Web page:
The Water Supply and Sanitation Collaborative Council (WSSCC) announced a five million US dollars investment through its Global Sanitation Fund (GSF) to help the government of Ethiopia achieve its Universal Access Plan in Sanitation and Hygiene.
The programme announced by WSSCC today is part of the country’s wider national development vision, in which it pledges to “pave the path for all Ethiopians to have access to basic sanitation by 2015”. The Sanitation and Hygiene Improvement Programme was launched today at a high profile event in the presence of senior dignitaries, decision makers and civil society representatives, in the Ethiopian capital – Addis Ababa.
Progress made over the past decade especially on improving access to water sources, signals the political traction that the Ethiopian government and its partners have given to the development of the Water, Sanitation and Hygiene (WASH) sector - which plays a critical role in improving the quality of life of its citizens. From 2005 to 2008, access to potable water in rural areas increased from 35 percent to 52 percent.
However, despite positive trends in access to improved water sources, millions of Ethiopians continue to experience difficulties in accessing clean and safe water and sanitation facilities.
Enshrined within the country’s Growth and Transformation Program (GTD), the Government has in the past decade increasingly recognized the hampering effects of poor sanitation and hygiene on its wider development efforts - such as community health, eradication of poverty and economic advancement.
Seeking to increase the financial investment in the sector, the GSF-funded programme will support the Government’s existing national Health Extension Program (HEP) to help address health issues linked to sanitation and hygiene. In total, the programme will help 1.7 million people to gain use of improved toilets over the next five years, and 3.2 million people will be living in open defecation free environments.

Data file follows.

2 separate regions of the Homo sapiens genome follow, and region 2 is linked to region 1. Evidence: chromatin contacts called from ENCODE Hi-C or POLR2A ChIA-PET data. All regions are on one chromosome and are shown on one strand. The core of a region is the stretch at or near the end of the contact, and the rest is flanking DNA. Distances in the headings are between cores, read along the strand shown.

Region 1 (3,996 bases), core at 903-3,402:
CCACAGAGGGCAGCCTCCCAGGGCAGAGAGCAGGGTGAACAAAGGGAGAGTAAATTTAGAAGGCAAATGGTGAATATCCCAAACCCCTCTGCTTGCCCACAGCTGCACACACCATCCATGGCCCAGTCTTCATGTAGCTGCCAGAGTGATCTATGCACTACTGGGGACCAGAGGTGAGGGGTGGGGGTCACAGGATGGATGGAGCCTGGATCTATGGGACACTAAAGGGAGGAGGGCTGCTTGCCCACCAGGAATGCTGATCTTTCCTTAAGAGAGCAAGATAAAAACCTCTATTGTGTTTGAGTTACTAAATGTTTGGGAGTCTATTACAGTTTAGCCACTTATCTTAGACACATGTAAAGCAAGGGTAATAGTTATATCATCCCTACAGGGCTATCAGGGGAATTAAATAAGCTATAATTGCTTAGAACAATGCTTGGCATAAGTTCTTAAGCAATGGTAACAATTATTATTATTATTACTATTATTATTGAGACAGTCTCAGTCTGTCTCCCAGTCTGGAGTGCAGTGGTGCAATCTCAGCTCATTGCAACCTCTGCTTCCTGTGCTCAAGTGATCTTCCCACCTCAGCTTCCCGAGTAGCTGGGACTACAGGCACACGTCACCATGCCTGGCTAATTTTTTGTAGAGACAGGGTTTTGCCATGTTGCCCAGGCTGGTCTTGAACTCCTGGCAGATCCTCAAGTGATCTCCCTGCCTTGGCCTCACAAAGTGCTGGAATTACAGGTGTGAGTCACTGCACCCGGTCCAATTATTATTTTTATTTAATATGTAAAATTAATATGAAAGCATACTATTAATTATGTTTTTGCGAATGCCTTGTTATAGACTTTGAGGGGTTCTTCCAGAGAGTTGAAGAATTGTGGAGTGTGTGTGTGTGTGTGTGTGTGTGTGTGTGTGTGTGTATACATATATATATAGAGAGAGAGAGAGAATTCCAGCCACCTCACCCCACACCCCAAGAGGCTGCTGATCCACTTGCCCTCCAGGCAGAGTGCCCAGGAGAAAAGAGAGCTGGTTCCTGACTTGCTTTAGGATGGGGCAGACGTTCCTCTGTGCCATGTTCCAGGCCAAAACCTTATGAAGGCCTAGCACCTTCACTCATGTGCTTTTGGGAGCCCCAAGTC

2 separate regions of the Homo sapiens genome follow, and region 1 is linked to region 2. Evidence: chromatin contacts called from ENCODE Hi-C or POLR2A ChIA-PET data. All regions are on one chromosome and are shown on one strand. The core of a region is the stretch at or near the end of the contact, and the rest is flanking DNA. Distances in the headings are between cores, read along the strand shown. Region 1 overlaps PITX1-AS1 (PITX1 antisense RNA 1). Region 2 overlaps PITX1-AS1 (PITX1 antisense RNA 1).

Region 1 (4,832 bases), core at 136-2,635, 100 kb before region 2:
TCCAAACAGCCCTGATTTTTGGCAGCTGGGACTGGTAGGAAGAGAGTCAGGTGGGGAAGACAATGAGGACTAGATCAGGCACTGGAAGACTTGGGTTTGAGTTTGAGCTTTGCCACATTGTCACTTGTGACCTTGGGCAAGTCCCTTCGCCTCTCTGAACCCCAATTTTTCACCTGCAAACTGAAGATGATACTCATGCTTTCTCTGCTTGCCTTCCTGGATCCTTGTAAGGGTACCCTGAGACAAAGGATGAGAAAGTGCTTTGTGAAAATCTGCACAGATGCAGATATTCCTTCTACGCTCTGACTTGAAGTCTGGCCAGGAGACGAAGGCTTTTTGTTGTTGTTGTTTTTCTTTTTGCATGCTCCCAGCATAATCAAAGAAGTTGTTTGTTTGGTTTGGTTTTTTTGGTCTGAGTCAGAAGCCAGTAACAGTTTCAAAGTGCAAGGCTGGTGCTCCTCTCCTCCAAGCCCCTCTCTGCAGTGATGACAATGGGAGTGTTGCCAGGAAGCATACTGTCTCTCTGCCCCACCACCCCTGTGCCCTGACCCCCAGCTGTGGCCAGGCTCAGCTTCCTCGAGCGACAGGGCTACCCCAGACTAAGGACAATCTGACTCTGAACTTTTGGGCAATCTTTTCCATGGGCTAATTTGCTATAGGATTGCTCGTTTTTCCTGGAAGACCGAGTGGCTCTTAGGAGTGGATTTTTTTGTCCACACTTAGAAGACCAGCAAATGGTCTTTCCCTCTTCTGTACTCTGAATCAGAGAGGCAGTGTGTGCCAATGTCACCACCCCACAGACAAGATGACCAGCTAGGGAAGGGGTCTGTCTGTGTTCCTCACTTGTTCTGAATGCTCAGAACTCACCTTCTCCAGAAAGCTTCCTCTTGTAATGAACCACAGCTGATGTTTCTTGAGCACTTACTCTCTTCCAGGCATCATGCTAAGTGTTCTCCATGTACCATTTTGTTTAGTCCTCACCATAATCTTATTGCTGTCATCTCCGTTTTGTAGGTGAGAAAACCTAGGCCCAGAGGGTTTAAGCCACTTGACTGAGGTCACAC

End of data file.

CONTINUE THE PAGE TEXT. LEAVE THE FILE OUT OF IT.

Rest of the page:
“The GSF is delighted by the opportunity to support the Ethiopian government vision of an open defecation free country by 2015. This programme will need to pay close attention to gender, physical accessibility issues due to age, illness, accident or disability, as well as geographically or otherwise excluded groups in order to ensure that no one is left unserved in GSF programme areas”, said Archana Patkar, head of the WSSCC delegation in Addis Ababa.
The three-year programme worth five million US dollars aims to strengthen institutional capacity in forty woredas to increase access to and use of sanitation facilities. With an initial focus on four regions namely Tigray, Amhara, Oromia and Southern Nations, Nationalities and People’s region (SNNPR).
As part of the WSSCC, the Global Sanitation Fund has been established to boost expenditure on sanitation and hygiene in countries that meet strict criteria based on their specific needs and have an existing national sanitation policy and programme which requires further investment.
The GSF is supported by the Governments of Australia, the Netherlands, Sweden, Switzerland and the United Kingdom. In principle and in practice, the GSF respects national leadership, targets poor and unserved communities and expands coverage. The GSF is already actively working in Uganda, Madagascar,Senegal, Cambodia, Tanzania, Malawi, India and Nepal.
The WSSCC mission is to ensure sustainable sanitation, better hygiene and safe drinking water for all people. Good sanitation and hygiene lead to economic and social development, yielding health, productivity, educational and environmental benefits.
WSSCC manages the Global Sanitation Fund, facilitates coordination at national, regional and global levels, supports professional development, and advocates on behalf of the 2.5 billion people without a clean, safe toilet to use. WSSCC is hosted by UNOPS, supports coalitions in more than 30 countries and has members around the world.